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The Great Wine Lies: Peaking

September 20, 2009
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“I have this great bottle of wine, and I don’t know if it’s ready.  I think I’ll just hold onto it for a couple of years, because I read that good Cabernet Sauvignons really peak after about 10 years.  So that’s what I plan to do, and then we’ll open it for some very special occasion.”


This is how a lot of people feel about wine, and I can’t blame them.  A lot of wine geeks have bullied them into feeling this way.  And there are not a lot of voices on the other side of the fence.

Maybe we should start with what is true.


1)    World-class wines, those typically costing over $100 per bottle, are so expensive in part because they are among the rare wines that are made to age well over a long period of time.  And once they have some significant age on them, I am told they are magnificent, and unlike anything most of us consider to be good wine.

2)    Some wines that are not world-class wine are brought to market very young, and can benefit from additional time in the bottle.  This extra time of six months to two years may make the wine more enjoyable to some.

3)    The majority of wines produced today, including fine wines, are made to drink young.

THE BIG LIE is suggesting that wine should be laid down until it reaches its peak.

First and foremost is the problem with the very notion of peaking.  It implies that there is one moment in time when the wine is at its best.  And the fear that has been drilled into people is, “What a shame that you opened that lovely bottle of wine, and never got to taste how lovely it could have been.”

The only way to truly know how a wine develops is to buy a case of it, or multiple cases, and drink the wine with some regularity.  Perhaps a bottle a year.  Maybe a bottle every six months.

Then you can taste the variations of time on that individual bottling you selected.  For argument’s sake, let’s say the wine gets better and better every time you try it.  At some point you may be tempted to suggest it is at its best, and that it cannot get any better.  But perhaps on the next go around, the wine tastes better still.

It is only when the taste of the wine starts to slip that you can definitively say that it has peaked.  But by then, it’s too late.  The peak has passed.

This is the nature of the beast.

Even if you were to keep abreast of vintage charts to try and gauge the perfect moment to drink a certain special bottle of wine, the guidelines may not apply to YOUR bottle of wine.  The primary factor that affects the aging speed of wine is the conditions under which it is kept.  A consistently cool and dark environment is preferred for lengthy aging of fine wines.

But let’s say you kept your bottle in ideal conditions.  This still does not mean the charts apply to your bottle.  The truck it was carried on may not have been climate controlled, which could make a huge difference if the wine was trucked out of California in the summer.  The retailer may have had the bottle standing up under bright lights for over a year.  If the cork dried out or otherwise flawed, more air could have gotten into the bottle and sped up the aging process.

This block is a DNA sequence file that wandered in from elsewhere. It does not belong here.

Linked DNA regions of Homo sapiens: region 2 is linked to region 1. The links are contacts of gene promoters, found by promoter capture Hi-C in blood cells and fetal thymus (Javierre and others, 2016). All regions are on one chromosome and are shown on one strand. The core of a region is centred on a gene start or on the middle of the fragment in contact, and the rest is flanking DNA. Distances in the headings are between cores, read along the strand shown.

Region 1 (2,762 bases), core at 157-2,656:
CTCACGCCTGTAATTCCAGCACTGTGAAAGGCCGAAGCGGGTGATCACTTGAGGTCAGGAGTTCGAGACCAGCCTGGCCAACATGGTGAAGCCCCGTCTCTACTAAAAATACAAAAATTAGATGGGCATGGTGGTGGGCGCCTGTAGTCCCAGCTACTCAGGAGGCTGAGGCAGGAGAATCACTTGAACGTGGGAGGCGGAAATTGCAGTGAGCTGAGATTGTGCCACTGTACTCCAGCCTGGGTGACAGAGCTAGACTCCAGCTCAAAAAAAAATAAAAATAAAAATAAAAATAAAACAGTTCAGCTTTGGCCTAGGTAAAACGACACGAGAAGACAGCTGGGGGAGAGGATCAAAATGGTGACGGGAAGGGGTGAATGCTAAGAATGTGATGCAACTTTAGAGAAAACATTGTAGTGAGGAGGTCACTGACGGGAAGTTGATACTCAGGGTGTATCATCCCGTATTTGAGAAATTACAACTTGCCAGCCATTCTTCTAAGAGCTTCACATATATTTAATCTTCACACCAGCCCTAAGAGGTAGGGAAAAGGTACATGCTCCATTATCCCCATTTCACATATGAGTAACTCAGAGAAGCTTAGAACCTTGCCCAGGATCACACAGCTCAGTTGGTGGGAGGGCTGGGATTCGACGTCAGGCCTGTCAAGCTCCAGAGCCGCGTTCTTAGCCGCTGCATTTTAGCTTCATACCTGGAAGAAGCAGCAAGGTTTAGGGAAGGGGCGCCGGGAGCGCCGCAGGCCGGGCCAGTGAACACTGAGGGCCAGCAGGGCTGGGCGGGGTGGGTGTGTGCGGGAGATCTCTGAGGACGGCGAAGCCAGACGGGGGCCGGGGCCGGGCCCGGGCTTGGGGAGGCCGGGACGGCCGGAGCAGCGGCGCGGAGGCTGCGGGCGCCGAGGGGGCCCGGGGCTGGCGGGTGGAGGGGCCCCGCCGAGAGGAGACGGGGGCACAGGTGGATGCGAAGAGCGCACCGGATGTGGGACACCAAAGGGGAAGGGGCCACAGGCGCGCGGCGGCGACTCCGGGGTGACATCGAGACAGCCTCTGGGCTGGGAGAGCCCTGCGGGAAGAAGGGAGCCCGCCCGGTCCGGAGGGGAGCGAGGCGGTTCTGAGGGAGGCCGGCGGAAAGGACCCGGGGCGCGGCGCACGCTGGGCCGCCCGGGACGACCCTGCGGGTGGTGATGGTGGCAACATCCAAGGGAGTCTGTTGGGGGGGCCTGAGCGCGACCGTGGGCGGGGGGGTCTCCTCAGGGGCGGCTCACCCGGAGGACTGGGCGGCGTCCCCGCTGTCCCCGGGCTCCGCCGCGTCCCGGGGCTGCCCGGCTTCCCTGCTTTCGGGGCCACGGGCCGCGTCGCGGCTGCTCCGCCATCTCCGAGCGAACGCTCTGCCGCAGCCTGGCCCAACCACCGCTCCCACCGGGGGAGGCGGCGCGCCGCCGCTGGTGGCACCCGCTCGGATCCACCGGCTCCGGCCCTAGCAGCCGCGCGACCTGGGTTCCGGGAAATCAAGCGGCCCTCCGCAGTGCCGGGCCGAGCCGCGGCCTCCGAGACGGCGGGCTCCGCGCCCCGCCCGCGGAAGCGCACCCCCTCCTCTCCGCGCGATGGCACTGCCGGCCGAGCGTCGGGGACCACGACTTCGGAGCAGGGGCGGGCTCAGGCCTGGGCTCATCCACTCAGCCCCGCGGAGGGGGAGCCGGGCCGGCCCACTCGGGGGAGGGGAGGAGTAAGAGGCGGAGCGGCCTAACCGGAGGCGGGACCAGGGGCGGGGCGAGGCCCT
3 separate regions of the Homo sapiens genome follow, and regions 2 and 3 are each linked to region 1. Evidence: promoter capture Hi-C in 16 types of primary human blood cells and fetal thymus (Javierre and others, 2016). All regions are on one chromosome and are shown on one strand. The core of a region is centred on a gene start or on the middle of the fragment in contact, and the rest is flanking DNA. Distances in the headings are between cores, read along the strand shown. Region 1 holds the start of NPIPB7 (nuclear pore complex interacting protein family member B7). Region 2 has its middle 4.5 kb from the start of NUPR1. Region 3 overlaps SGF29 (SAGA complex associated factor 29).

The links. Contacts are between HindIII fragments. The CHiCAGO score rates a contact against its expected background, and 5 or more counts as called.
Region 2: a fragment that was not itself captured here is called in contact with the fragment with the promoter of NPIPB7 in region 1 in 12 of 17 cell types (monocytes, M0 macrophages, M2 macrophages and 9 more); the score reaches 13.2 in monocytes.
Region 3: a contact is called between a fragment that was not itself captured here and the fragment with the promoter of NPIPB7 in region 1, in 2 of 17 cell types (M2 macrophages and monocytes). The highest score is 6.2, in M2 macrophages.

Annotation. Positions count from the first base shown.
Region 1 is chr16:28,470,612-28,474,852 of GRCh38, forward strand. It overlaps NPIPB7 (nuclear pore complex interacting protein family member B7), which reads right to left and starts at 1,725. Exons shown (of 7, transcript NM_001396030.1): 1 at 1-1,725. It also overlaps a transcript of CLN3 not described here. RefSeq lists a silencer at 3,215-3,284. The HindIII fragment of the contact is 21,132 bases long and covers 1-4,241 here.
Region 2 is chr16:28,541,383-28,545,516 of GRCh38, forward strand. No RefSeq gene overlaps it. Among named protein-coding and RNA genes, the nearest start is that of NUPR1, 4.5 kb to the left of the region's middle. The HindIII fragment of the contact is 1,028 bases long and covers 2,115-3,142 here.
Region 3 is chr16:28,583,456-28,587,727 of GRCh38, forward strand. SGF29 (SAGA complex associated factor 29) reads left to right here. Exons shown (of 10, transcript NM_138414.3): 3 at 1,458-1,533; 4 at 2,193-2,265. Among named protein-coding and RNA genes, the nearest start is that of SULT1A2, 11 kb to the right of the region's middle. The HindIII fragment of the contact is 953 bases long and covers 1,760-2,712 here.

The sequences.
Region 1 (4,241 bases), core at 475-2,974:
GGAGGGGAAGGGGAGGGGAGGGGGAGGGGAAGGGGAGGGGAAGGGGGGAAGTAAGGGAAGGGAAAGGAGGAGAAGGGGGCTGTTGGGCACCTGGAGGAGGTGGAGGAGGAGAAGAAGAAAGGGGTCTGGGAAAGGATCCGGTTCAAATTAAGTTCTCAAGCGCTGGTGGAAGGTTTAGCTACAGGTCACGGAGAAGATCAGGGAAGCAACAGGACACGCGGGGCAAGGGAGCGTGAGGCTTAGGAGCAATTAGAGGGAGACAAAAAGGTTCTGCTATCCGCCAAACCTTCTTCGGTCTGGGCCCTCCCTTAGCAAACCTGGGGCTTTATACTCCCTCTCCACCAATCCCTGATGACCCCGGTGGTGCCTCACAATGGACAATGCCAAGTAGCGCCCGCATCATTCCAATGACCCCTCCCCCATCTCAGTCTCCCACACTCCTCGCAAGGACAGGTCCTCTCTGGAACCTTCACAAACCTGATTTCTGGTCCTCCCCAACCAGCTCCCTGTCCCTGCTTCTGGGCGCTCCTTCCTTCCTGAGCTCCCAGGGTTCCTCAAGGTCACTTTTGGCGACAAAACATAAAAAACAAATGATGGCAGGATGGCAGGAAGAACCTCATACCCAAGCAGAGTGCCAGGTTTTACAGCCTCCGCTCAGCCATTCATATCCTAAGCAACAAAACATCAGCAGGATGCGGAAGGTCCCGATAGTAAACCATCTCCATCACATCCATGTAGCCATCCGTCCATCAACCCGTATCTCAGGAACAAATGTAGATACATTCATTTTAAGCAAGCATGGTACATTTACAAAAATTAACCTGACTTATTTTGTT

The only way to know what a bottle of wine tastes like is by opening it and pouring yourself a glass.

Now let’s say you actually have held onto a bottle for a long time.  And now you have a significant time commitment sunk into the project of drinking a perfect wine.  Your plan was to open the bottle on a special occasion.  The problem now is that no occasion ever seems special enough.

So the bottle waits.  And waits.  And 10 years turns into 12 years, or maybe much much longer.  The new question is, “Will this wine be any good at all?”

This is why we now have Open That Bottle Night.  Mark your calendars.  And maybe, in the future, you will do a better job about getting yourself into this predicament in the first place.

2 Comments leave one →
  1. Tonia permalink
    September 20, 2009 1:21 pm

    Love this. I’m so in the ‘Wine for Dummies’ phase, so I will appreciate anything you post on this topic. I pretty much know the flavors I like, but not how to describe/ask for them and how to know what to order out/purchase, or, sometimes what to pair with what. For example, I wouldn’t know that a pesto would overpower certain wines (while purchasing it), but at home, I’d know it just tasted wrong. Like I love the Torrentes grape, but how would I know another type that tastes similarly?

    I think a lot of people are like this, but don’t want to own up to. So I’ll just put myself out there. :-)

    • September 3, 2011 12:31 am

      “…not how to describe/ask for them and how to know what to order out/purchase, or, sometimes what to pair with what.”

      Unless you go to a really, really high-end restaurant, the server doesn’t either. They’re just faking it for a better tip.

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